A fatigued German soldier during World War II. Large doses of methamphetamine were given to troops to combat fatigue. Source: AdelaideNow
ITLER’S propaganda stressed the importance of keeping fit but in reality his soldiers were taking drugs. The troops were taking addictive and damaging chemicals to make them fight longer and more fiercely.
The Daily Mail reports a study of medicines used by the Third Reich exposes how Nazi doctors and officers issued recruits with pills to help them fight longer without rest.
The German army’s drug of choice as it overran Poland, Holland, Belgium and France was Pervitin – pills made of methamphetamine, known today as crystal meth.
Thousands of Nazi soldiers were using the drug by the time the Soviet Union was invaded in 1941.
About 200 million Pervitin pills were given to Nazi troops between 1939 and 1945, research by the German Doctors’ Association revealed.
A pharmacologist from the GDA said this week: “The blitzkrieg was fuelled by Pervitin. The idea was to turn ordinary soldiers, sailors and airmen into automatons capable of superhuman performance.”
The downside to the scheme was that many soldiers became addicted to the drug and of no use in any theatre of war.
The Nazi doctor behind the plan to prescribe Pervitin was Otto Ranke, the director of the Institute for General and Defence Physiology at Berlin’s Academy of Military Medicine.
He found that the drug gave users heightened self-confidence and self-awareness. On the eastern front, where the fighting was the most savage of the war, soldiers used it in massive quantities against an enemy that showed no mercy.
In January 1942, a group of 500 troops surrounded by the Red Army was attempting to escape in temperatures of -30C.
The unit’s medical officer wrote: “I decided to give them Pervitin as they began to lie down in the snow wanting to die. After half an hour the men began spontaneously reporting that they felt better.
“They began marching in orderly fashion again, their spirits improved, and they became more alert.”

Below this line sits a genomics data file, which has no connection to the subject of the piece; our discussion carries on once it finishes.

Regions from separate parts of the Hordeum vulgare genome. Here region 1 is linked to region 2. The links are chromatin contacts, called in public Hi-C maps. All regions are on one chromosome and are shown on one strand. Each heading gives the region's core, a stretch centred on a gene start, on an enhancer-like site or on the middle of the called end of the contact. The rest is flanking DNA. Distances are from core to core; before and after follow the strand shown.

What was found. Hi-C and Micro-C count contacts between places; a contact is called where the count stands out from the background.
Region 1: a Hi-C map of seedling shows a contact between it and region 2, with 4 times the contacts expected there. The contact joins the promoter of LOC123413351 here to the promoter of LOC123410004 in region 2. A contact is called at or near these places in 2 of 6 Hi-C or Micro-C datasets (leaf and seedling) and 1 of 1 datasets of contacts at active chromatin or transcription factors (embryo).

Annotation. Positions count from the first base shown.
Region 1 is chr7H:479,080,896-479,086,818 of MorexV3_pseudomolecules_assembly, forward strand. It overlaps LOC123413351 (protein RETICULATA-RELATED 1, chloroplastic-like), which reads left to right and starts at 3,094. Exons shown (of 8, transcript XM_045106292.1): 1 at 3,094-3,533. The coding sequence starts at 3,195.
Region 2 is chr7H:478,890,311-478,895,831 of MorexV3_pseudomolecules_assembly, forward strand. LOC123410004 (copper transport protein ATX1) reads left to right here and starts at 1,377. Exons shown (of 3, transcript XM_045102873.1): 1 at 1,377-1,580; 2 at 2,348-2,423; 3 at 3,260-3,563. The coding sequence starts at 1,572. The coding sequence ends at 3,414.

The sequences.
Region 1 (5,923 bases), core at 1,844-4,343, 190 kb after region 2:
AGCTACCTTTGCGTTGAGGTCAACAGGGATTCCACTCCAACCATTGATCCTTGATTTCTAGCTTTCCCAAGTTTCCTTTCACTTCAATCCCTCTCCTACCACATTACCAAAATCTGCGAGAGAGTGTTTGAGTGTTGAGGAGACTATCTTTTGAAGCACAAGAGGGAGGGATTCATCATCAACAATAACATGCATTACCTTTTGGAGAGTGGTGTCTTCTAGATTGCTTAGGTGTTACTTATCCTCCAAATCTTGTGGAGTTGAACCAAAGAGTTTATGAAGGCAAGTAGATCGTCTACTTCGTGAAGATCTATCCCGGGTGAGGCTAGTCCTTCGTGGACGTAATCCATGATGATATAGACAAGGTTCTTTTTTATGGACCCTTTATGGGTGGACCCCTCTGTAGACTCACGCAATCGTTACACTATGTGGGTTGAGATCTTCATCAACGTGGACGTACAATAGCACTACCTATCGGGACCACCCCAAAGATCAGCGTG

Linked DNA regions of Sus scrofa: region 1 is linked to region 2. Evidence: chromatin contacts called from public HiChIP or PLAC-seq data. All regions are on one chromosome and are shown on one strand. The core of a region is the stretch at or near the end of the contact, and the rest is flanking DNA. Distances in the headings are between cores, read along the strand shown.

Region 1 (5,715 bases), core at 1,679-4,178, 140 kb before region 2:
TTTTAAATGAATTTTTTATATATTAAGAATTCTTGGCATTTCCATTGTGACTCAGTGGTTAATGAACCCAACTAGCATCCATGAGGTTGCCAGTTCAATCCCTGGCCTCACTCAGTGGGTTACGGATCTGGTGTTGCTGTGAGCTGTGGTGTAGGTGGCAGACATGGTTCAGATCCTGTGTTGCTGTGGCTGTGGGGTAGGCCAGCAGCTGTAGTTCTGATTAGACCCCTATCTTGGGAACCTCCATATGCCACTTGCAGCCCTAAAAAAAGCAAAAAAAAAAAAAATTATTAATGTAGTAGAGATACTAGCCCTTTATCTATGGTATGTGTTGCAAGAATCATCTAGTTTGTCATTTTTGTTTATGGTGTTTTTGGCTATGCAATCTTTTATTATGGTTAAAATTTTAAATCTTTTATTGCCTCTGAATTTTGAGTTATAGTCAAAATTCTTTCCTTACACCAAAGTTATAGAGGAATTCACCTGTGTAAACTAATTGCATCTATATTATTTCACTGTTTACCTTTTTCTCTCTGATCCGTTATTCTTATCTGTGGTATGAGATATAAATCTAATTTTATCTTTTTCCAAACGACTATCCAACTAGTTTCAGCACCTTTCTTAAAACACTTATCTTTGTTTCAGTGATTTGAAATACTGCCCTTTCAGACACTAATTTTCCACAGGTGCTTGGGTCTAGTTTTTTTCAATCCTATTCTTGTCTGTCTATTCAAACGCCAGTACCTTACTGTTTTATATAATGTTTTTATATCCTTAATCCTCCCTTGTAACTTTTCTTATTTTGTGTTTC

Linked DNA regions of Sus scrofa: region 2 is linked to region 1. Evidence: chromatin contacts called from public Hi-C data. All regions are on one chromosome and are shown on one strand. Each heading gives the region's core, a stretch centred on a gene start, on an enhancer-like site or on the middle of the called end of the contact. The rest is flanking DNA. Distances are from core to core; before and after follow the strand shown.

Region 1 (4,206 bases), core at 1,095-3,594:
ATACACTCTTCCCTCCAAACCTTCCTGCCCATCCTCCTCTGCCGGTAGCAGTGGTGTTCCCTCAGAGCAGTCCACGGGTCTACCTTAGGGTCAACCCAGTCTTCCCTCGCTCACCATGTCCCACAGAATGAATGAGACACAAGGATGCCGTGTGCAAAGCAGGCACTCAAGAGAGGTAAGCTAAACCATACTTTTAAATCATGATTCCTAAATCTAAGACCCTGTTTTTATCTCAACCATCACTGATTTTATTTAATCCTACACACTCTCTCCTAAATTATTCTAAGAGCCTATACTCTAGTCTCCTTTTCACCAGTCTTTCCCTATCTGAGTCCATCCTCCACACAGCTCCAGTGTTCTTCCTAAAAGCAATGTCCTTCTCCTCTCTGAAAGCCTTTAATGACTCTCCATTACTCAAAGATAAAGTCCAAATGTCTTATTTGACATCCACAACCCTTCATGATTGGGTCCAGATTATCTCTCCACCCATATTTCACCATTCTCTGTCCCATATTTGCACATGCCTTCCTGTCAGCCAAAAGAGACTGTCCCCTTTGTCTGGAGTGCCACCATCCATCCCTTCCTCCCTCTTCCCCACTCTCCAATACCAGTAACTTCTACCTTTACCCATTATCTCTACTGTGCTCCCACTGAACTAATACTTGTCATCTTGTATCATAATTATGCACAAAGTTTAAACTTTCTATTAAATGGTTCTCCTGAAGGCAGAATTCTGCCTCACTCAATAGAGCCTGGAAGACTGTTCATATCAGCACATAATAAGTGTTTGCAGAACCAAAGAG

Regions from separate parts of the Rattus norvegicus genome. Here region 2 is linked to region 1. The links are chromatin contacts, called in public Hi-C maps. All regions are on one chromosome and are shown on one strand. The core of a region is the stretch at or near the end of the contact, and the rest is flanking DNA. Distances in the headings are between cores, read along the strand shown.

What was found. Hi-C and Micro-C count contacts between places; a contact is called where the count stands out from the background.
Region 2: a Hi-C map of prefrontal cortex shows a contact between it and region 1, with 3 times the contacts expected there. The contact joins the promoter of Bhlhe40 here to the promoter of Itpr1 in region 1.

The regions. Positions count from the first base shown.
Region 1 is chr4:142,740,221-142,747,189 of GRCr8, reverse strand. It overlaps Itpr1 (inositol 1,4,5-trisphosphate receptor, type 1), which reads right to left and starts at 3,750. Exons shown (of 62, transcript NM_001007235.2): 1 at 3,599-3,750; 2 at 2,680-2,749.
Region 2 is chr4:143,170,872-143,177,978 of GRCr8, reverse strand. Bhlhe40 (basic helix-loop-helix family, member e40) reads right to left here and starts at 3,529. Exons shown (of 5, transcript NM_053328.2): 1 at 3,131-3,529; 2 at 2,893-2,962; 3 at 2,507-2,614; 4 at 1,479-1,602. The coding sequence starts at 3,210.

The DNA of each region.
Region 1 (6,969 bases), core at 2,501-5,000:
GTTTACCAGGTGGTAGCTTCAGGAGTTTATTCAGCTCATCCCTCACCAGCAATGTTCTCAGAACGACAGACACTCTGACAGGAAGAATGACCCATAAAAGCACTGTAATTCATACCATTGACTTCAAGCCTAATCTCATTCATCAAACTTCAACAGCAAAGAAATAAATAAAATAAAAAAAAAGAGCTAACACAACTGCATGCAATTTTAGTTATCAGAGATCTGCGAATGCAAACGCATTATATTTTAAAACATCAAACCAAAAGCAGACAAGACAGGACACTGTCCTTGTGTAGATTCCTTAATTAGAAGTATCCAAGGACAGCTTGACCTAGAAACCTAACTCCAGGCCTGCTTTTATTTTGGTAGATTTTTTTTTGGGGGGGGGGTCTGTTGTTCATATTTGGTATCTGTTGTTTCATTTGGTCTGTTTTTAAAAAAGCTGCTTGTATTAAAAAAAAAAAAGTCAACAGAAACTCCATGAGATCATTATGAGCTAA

Towards the end of the war the Nazis developed a cocaine-based stimulant for front-line troops to keep them fighting despite intense fatigue.
The drug, codenamed D-IX, was tested at the Sachsenhausen concentration camp north of Berlin, where prisoners loaded with 20kg packs were reported to have marched 112km without rest.
“It was Hitler’s last secret weapon to win a war he had already lost long ago,” said criminologist Wolf Kemper, author of the German language book Nazis on Speed.
The plan was to give all soldiers in the crumbling Reich the wonder drug – but the D-Day invasion of Normandy in June 1944, coupled with crippling Allied bombing, scotched the scheme.
The Nazis, however, were far from the first soldiers to take chemicals to help them during battle. Chinese writings from 5000 years ago describe how taking ephedrine makes “warriors fearless in combat”.
The assassins, the medieval warrior order who were the terror of crusaders, were called the hashishin – after their fondness for hashish.
The 20,000 Zulu warriors who nearly wiped out the forces of the British army in South Africa in January 1879 were aided with a powerful marijuana-based snuff to take during battle.
Analysis of the snuff has revealed that it contained extremely high levels of THC, a hallucinogen, but with no detectable levels of the chemicals that cause the sedative effects of marijuana.
Many soldiers became addicted to morphine in World War I to take away the horrors of trench warfare.
And in World War II the Nazis were not alone in seeking courage in pharmaceuticals. Battle of Britain pilots were known to take stimulants to stay awake to fight the invaders overhead.